Questions about communications

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Joshua

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Because I am new to prepping and heard a lot of talk about communications. I figured that the best of options would be to have hand cranked self powered options. For instance the WIND 'N GO 2 WAY RADIO AND LIGHT SET (one because its a hand cranked radio as well as two that it has a second tool that is the light set. ) but I am not sure about a lot about communications and there might be a lot better sets out there that i have not found. So was kind of curious of what do you all think about this radio set up?

http://www.majorsurplus.com/Wind-N-Go-2-Way-Radio-and-Light-Set-P16030C1973.aspx

also I was wondering about this item as well:

http://preparedness.com/bacagmemcrra.html
 

alabaster

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Man, this is a toughy IMO. I think it depends on what level of comms you're trying to cover. I mean, 2-ways are good for one thing and HAM radio for another.

I'm hoping that someone with a lot more experience on this than me chimes in!
 

act5860

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Depends on the type of comms you want and the situation. Is it for team use after a bugout? Get the lowest wattage crank powered unit that will fill the bill. (lower wattage makes it harder to triangulate on). Comms between groups is a complicated subject because if you haven't preset certain recognition codes, you're not sure who you're talking to, friend or foe.

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The strongest reason for the people to retain the right to keep and bear arms is, as a last resort, to protect themselves against tyranny in government.---Thomas Jefferson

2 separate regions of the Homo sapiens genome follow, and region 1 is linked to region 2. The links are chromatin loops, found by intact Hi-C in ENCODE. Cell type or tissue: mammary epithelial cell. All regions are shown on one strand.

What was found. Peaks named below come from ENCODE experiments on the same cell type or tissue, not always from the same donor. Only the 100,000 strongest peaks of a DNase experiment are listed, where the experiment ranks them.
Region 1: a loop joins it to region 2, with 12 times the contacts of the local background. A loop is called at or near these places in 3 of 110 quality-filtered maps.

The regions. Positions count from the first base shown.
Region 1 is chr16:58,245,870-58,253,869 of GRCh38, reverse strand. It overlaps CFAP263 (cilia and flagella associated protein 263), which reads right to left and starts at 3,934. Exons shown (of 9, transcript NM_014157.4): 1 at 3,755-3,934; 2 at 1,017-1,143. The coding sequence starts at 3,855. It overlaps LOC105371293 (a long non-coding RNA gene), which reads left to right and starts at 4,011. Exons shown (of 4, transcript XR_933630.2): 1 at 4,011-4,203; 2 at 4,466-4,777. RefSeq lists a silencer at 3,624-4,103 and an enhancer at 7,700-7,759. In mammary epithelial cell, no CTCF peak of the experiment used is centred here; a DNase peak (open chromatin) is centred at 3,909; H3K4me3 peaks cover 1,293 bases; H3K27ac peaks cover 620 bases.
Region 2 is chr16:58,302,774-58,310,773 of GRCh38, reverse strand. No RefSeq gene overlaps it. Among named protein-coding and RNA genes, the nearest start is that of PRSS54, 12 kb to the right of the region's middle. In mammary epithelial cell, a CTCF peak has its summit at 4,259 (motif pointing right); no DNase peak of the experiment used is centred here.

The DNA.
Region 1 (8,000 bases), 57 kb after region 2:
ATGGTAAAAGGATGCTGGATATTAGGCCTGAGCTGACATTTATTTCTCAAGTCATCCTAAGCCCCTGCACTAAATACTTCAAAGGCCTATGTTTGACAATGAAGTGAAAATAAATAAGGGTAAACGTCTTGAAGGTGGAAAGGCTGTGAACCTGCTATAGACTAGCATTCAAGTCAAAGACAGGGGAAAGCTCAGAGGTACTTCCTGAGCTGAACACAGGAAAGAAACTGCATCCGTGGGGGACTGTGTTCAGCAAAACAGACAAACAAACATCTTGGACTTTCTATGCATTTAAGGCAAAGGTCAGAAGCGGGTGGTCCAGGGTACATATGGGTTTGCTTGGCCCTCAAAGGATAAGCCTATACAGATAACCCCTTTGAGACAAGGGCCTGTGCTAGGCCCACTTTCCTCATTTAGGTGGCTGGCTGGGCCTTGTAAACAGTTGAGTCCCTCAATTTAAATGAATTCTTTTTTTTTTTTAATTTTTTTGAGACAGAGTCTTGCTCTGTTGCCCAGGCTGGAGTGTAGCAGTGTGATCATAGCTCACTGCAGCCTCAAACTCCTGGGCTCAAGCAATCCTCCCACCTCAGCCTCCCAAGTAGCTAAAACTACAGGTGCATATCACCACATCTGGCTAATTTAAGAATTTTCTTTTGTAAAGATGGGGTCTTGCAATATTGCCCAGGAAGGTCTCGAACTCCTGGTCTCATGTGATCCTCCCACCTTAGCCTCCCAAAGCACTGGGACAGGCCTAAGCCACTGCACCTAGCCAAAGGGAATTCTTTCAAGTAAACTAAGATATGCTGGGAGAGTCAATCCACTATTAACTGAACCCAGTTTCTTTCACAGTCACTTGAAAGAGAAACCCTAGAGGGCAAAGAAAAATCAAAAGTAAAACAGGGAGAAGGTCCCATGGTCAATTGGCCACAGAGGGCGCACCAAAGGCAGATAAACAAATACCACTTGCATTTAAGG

Loomis

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The two sets you show are low watt systems. Where are you using them? Urban or Rural. I have ones that put out 1 watt and in the city I only get 1/4 of a mile. It all depends where you use them and how far are you going to communicate with them.
 

Trapper

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I posted this on another thread but thought it maybe useful here too:

I will chime on the communications stuff. I have no background in HAMM radios. I do have background in other radios.

I have been around CB's all my life. Given the radio signals in the air you get too much interference for long distance use. Best is 5 miles with the antenna set properly, even then the guy your talking too has to have a properly set up unit or it wont work. As far as power boosters, they will over power units not set up for them your trying to talk to making them useless. VERY few guys really know how to set them up and they have to be set up to talk to specific radios or they wont work. You will pay alot to get them to marginally work. Not worth the time, money or hassle.

FRS radios. When they first came out range was 2-3 miles. I have probabely 6 sets if differant brands. Even the 20 miles rated one will hardly talk line of site even a half a mile due to regulations the fcc has on them. Dont waste your time or money.